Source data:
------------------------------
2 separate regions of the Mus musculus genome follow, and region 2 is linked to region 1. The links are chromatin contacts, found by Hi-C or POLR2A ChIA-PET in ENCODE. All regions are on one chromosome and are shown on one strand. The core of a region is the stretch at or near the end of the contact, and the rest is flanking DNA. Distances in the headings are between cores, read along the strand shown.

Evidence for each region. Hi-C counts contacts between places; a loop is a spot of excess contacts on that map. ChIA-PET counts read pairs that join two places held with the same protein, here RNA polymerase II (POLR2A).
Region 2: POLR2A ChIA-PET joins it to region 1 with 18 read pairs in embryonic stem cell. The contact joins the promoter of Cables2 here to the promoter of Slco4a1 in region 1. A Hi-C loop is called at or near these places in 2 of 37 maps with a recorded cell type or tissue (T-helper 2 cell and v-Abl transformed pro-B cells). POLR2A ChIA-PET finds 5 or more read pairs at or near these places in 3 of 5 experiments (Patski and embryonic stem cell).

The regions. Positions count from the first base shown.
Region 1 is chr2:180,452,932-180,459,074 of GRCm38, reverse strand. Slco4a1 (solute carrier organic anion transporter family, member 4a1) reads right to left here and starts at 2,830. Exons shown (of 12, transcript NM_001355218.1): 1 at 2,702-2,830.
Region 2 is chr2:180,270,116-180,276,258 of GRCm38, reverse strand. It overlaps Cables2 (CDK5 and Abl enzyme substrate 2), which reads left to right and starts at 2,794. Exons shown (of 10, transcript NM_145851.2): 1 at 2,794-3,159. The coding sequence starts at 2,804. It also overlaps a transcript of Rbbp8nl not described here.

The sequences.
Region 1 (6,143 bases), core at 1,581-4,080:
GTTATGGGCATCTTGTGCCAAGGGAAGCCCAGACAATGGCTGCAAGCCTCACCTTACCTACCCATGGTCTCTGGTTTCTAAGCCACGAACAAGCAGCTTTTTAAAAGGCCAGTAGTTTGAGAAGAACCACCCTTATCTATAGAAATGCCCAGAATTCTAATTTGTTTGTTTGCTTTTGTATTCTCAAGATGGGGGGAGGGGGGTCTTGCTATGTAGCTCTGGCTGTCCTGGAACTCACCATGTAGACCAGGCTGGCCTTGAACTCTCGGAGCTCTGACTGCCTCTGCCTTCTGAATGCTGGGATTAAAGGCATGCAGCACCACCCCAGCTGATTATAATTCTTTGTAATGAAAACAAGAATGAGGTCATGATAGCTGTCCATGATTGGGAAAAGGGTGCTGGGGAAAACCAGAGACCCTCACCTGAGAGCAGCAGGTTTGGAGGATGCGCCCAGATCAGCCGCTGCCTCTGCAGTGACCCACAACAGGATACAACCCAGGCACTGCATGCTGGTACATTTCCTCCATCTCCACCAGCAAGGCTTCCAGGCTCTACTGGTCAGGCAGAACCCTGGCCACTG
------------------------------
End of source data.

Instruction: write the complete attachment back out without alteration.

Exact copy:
2 separate regions of the Mus musculus genome follow, and region 2 is linked to region 1. The links are chromatin contacts, found by Hi-C or POLR2A ChIA-PET in ENCODE. All regions are on one chromosome and are shown on one strand. The core of a region is the stretch at or near the end of the contact, and the rest is flanking DNA. Distances in the headings are between cores, read along the strand shown.

Evidence for each region. Hi-C counts contacts between places; a loop is a spot of excess contacts on that map. ChIA-PET counts read pairs that join two places held with the same protein, here RNA polymerase II (POLR2A).
Region 2: POLR2A ChIA-PET joins it to region 1 with 18 read pairs in embryonic stem cell. The contact joins the promoter of Cables2 here to the promoter of Slco4a1 in region 1. A Hi-C loop is called at or near these places in 2 of 37 maps with a recorded cell type or tissue (T-helper 2 cell and v-Abl transformed pro-B cells). POLR2A ChIA-PET finds 5 or more read pairs at or near these places in 3 of 5 experiments (Patski and embryonic stem cell).

The regions. Positions count from the first base shown.
Region 1 is chr2:180,452,932-180,459,074 of GRCm38, reverse strand. Slco4a1 (solute carrier organic anion transporter family, member 4a1) reads right to left here and starts at 2,830. Exons shown (of 12, transcript NM_001355218.1): 1 at 2,702-2,830.
Region 2 is chr2:180,270,116-180,276,258 of GRCm38, reverse strand. It overlaps Cables2 (CDK5 and Abl enzyme substrate 2), which reads left to right and starts at 2,794. Exons shown (of 10, transcript NM_145851.2): 1 at 2,794-3,159. The coding sequence starts at 2,804. It also overlaps a transcript of Rbbp8nl not described here.

The sequences.
Region 1 (6,143 bases), core at 1,581-4,080:
GTTATGGGCATCTTGTGCCAAGGGAAGCCCAGACAATGGCTGCAAGCCTCACCTTACCTACCCATGGTCTCTGGTTTCTAAGCCACGAACAAGCAGCTTTTTAAAAGGCCAGTAGTTTGAGAAGAACCACCCTTATCTATAGAAATGCCCAGAATTCTAATTTGTTTGTTTGCTTTTGTATTCTCAAGATGGGGGGAGGGGGGTCTTGCTATGTAGCTCTGGCTGTCCTGGAACTCACCATGTAGACCAGGCTGGCCTTGAACTCTCGGAGCTCTGACTGCCTCTGCCTTCTGAATGCTGGGATTAAAGGCATGCAGCACCACCCCAGCTGATTATAATTCTTTGTAATGAAAACAAGAATGAGGTCATGATAGCTGTCCATGATTGGGAAAAGGGTGCTGGGGAAAACCAGAGACCCTCACCTGAGAGCAGCAGGTTTGGAGGATGCGCCCAGATCAGCCGCTGCCTCTGCAGTGACCCACAACAGGATACAACCCAGGCACTGCATGCTGGTACATTTCCTCCATCTCCACCAGCAAGGCTTCCAGGCTCTACTGGTCAGGCAGAACCCTGGCCACTG